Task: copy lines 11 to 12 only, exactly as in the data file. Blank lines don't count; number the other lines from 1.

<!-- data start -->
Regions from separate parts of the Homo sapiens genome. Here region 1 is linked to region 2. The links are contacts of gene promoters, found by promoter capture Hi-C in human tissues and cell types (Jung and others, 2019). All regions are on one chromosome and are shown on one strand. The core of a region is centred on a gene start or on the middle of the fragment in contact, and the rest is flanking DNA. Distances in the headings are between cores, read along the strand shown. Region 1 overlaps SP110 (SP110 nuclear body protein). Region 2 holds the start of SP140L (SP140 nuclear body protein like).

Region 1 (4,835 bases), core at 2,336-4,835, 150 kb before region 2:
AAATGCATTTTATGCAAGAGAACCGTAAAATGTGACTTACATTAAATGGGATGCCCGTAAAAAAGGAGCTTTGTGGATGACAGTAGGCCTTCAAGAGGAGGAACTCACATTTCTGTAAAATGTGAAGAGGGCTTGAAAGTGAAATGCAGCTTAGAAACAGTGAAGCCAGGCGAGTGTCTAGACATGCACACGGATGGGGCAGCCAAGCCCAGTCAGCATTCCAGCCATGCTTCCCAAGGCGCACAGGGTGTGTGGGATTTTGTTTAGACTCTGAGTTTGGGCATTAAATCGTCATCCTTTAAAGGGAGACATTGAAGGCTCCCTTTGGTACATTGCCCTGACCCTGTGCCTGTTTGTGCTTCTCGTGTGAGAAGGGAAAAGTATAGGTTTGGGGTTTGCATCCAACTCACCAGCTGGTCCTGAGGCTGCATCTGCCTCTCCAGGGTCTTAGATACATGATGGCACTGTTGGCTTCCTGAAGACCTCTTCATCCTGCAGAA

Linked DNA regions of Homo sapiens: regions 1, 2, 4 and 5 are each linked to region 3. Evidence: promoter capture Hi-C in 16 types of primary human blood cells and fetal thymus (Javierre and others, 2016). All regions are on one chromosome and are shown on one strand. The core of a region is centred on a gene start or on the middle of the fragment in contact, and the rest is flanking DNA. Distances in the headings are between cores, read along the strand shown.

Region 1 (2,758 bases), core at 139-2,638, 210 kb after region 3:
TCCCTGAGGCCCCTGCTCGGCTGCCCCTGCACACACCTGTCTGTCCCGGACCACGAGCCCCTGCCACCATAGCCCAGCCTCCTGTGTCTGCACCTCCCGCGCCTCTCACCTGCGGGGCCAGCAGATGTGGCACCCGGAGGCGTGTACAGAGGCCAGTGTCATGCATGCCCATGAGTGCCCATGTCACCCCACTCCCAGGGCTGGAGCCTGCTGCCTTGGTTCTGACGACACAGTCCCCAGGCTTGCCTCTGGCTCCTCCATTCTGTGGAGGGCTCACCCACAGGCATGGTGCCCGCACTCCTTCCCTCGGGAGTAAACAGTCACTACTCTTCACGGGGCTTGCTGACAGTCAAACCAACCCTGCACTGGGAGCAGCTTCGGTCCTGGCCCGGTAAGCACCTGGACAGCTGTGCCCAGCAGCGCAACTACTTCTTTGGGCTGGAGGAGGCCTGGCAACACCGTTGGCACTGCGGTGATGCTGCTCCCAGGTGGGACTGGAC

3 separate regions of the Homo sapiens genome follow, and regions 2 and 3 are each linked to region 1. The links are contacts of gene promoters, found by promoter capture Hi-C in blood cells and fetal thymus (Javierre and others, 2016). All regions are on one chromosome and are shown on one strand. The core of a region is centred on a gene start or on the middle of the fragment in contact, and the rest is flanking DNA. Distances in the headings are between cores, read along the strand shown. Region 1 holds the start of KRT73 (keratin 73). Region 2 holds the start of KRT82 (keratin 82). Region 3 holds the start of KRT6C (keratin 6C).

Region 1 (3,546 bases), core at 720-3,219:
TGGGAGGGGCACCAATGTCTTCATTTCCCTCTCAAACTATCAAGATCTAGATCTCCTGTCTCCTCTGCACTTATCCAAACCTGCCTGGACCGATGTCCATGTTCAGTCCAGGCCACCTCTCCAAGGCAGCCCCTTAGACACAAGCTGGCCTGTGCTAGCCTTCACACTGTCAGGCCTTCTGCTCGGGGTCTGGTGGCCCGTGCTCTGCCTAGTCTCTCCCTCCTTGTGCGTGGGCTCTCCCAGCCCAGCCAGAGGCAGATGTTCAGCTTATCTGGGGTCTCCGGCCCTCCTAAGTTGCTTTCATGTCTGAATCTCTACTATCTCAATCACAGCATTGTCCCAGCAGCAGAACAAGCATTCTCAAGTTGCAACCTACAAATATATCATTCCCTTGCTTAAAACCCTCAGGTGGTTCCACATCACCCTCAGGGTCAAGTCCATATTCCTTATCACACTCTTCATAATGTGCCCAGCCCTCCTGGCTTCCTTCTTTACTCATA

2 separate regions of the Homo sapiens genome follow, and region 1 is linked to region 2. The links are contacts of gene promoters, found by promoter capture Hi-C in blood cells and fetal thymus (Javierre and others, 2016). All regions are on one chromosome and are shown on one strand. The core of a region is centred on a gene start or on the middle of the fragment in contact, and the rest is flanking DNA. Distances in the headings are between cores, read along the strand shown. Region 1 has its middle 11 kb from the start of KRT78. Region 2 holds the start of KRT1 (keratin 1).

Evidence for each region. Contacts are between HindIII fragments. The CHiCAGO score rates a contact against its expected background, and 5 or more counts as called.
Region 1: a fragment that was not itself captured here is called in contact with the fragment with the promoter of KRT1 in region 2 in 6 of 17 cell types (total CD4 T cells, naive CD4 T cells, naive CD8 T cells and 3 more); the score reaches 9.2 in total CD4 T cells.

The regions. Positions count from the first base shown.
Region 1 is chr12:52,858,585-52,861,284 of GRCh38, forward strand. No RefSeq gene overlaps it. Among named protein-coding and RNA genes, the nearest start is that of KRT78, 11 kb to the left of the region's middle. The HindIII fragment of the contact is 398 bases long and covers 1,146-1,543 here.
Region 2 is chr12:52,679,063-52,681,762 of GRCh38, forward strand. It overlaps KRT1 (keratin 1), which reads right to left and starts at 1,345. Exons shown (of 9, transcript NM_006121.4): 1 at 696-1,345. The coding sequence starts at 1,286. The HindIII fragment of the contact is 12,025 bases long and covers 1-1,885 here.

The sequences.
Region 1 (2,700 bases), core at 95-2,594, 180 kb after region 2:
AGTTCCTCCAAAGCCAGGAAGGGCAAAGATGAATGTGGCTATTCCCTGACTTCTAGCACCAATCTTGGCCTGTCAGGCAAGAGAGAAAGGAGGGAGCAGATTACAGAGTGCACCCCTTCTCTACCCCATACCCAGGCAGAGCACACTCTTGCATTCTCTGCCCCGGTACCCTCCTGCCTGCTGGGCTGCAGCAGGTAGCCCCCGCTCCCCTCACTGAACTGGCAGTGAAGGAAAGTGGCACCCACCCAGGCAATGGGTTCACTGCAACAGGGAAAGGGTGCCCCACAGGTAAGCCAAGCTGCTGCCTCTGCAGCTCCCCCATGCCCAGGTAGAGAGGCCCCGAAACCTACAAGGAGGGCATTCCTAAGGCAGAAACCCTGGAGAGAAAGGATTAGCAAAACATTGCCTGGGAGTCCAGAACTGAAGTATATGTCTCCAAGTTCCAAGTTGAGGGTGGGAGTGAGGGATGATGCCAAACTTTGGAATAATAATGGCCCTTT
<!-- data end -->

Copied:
Evidence for each region. Contacts are between HindIII fragments. The CHiCAGO score rates a contact against its expected background, and 5 or more counts as called.
Region 1: a fragment that was not itself captured here is called in contact with the fragment with the promoter of KRT1 in region 2 in 6 of 17 cell types (total CD4 T cells, naive CD4 T cells, naive CD8 T cells and 3 more); the score reaches 9.2 in total CD4 T cells.